We initially hypothesized that miR-590 loaded in S-exo would be internalized and significantly elevate the levels of miR-590 in recipient human microglia and therefore would reduce the target IRF9 expression levels. However, qPCR analysis of miR-590 in S-exo recipient microglia showed that upon 2 µg of S-Exo treatment, there was not enough elevation in miR-590 levels in recipient microglia (Figure 2H). A small increase in miR-590 in recipient microglia was only observed at 4 µg of S-Exo treatment (Figure 2H). This forced us to consider additional regulatory pathways which might be operating prominently in downregulating IRF9 levels in S-exo treated human microglia. Simultaneously, we observed a consistent trend that cellular levels of IRF9 was always following the cellular levels of USP33 in human microglia. Upon S-exo treatment, USP33 levels went down, followed by similar downregulation in IRF9 protein levels (Figure 4A). We blocked the cellular levels of USP33 by transfecting siRNA against USP33 and we were able to observe a reduced levels of cellular IRF9 levels (Figure 4B). We also transfected human microglia with exogenous miR-148a mimic, which we earlier observed to be loaded and transported within S-exo. Downregulation of USP33 via miR-148a mimic were also followed by reduced levels of IRF9 in human microglia (Figures 4C, D). This gave us a primary clue that IRF9 levels and its stability might be under the regulation of USP33, which is a deubiquitinase protein. To confirm this regulatory role of USP33 over IRF9, we performed further experiments. We overexpressed USP33 with Flag-HA-USP33 plasmid. Along with, we also transfected some other USPs, such as USP42, USP7. We observed a specific impact of only USP33 on IRF9 stabilization (Figure 4E). USP42 and USP7 were not able to stabilize or increase the cellular levels of IRF9 protein (Figure 4E). We also gave different increasing doses of USP33 (1µg, 2µg and 4µg) and observed a dose dependent stabilization of IRF9 protein levels in co-transfection experiments (Figure 4F). This confirmed the positive regulatory function of USP33 upon IRF9 protein levels.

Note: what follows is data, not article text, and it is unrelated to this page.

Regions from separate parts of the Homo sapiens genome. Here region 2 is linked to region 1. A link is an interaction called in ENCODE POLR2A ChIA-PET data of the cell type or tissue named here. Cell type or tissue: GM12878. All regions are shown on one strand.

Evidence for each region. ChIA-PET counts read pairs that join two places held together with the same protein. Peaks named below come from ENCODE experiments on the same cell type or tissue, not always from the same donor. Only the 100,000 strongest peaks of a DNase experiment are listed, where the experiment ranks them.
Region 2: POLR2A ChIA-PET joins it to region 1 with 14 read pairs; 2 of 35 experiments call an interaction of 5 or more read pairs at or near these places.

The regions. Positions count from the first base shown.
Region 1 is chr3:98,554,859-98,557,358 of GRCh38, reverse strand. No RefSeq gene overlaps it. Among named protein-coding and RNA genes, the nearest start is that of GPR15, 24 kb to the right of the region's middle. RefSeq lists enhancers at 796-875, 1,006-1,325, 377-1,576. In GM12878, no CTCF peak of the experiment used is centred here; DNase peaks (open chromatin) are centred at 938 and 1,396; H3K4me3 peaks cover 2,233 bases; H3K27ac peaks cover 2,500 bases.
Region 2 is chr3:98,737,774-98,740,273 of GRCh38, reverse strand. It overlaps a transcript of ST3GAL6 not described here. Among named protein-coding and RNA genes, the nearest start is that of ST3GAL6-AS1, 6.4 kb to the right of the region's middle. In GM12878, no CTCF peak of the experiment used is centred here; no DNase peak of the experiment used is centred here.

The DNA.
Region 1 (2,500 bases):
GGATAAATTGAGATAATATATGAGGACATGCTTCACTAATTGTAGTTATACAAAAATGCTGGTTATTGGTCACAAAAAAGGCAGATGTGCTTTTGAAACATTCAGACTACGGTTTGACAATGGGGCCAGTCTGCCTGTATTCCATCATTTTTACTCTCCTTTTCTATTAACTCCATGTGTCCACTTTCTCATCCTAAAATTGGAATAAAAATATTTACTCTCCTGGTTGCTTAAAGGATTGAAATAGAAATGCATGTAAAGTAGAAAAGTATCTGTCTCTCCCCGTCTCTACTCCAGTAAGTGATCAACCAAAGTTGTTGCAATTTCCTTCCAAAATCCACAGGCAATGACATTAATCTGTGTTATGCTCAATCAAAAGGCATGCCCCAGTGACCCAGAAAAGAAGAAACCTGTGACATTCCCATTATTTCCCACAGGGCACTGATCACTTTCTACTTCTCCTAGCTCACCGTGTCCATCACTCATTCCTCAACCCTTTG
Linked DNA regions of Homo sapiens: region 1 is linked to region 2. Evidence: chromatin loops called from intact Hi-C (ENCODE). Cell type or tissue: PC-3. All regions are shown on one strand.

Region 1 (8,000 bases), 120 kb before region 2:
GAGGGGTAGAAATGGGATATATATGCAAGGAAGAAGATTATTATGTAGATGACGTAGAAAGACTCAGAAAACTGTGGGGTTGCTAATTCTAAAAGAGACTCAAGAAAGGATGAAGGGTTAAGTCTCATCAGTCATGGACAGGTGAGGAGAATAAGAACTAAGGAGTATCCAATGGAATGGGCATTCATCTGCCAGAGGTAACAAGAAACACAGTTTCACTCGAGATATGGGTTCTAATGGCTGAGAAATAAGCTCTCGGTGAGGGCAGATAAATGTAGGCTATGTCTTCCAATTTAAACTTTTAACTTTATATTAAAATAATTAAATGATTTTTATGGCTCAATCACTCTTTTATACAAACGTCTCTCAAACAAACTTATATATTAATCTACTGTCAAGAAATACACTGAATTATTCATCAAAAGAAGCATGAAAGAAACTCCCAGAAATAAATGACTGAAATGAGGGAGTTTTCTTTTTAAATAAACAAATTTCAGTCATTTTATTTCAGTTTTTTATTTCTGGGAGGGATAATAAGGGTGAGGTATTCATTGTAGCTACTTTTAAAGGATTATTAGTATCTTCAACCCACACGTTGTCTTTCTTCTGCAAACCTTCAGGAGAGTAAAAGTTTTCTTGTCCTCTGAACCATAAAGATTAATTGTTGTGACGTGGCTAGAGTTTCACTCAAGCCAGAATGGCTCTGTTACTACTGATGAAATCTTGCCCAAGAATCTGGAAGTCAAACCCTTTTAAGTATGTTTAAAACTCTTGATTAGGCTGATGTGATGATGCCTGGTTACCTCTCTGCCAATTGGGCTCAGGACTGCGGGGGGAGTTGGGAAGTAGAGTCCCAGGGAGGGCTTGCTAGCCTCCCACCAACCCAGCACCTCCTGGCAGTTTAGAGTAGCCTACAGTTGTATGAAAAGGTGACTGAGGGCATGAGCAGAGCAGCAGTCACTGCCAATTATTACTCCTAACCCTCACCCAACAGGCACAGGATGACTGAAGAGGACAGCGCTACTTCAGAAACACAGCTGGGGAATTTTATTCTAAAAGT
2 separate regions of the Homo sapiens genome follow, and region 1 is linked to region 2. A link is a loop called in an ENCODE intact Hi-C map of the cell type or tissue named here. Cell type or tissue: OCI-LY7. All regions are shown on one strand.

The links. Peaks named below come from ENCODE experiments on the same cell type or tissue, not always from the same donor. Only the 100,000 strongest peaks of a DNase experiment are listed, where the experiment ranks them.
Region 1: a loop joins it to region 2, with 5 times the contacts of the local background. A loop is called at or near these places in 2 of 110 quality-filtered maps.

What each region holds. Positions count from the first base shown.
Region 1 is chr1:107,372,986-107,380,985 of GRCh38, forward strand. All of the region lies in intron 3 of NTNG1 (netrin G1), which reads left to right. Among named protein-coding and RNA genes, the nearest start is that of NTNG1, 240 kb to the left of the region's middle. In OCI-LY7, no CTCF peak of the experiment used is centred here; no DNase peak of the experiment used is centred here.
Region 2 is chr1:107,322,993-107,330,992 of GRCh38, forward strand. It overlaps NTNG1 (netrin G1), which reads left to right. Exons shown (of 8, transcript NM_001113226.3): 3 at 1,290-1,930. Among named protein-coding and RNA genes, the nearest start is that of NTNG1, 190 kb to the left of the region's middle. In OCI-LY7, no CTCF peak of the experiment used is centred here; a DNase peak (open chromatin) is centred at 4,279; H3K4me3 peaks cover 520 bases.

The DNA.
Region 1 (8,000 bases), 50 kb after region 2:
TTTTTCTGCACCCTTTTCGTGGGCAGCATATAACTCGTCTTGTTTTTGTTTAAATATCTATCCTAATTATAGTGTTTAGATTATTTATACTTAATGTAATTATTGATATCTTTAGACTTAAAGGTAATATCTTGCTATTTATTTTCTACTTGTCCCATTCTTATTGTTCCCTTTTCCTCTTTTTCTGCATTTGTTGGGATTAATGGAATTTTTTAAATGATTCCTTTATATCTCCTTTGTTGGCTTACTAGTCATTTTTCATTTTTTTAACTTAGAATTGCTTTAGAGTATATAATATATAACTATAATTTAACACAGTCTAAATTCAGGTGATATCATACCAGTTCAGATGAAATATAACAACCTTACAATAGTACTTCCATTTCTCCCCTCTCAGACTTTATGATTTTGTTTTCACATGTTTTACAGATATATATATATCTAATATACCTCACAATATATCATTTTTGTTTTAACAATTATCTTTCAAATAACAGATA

Figure 4 USP33 stabilizes IRF9 levels in human microglia. (A) Western blot analysis of USP33 and IRF9 expression levels in CHME3 cells upon treatment with 2µg of S-exosomes. CHME3 cells were seeded at 1x105 density in 6 well plate format, were serum starved for 1 hour before exosomes treatment. Cells were harvested post-48 hours treatment of exosomes, lysed with RIPA buffer and processed for western blot analysis. (B) Immunoblot image showing the impact of depletion of USP33 on cellular levels of IRF9. siRNA against USP33 were transfected in CHME3 cells, at 100 picomoles per well in 6 well plate format with Lipofectamine RNAiMax reagent. After 48 hours cells were harvested, lysed with RIPA buffer and processed for western blotting. (C) Immunoblot image showing reduced levels of USP33 upon miR-148a mimic transfection and its direct influence on IRF9 levels in CHME3 cells. miR-148a mimic were transfected at 100 picomole concentration in CHME3 cells at 1x105 cells density in 6 well plate format. (D) Graph bars showing average change in USP33 and IRF9 levels after miR-148a mimic transfection. Densitometry analysis of western images were performed on Image J software version 1.52q. Data are displayed as mean and mean ± S.E.M. from three independent experiments. Student’s t-test have been applied to get the statistical significance, indicated as ** for p values <0.005. (E) Immunoblot analysis showing the specific deubiquitinase activity of USP33 over IRF9 stabilization. HEK-293T cells have been used for co-transfection experiments in 6 well plate format at 1x105 density. 1µg of IRF9 plasmids have been co-transfected with 1µg of USP33, 1µg of USP42 and 1µg of USP7 in various wells. After 24 hours, cells were harvested and lysed in RIPA and followed by western blot analysis. (F) Immunoblot image showing dose dependent impact of USP33 mediated stabilization over IRF9 levels. HEK-293T cells have been co-transfected with 1µg IRF9 plasmids with indicated amount of USP33 plasmids (1µg, 2µg and 3µg). After 24 hours, cells were harvested and proceed for western blotting analysis. All the experiments have been independently repeated at least three times to reach the conclusion.
USP33 Controls the IRF9 Turnover via Its Deubiquitylation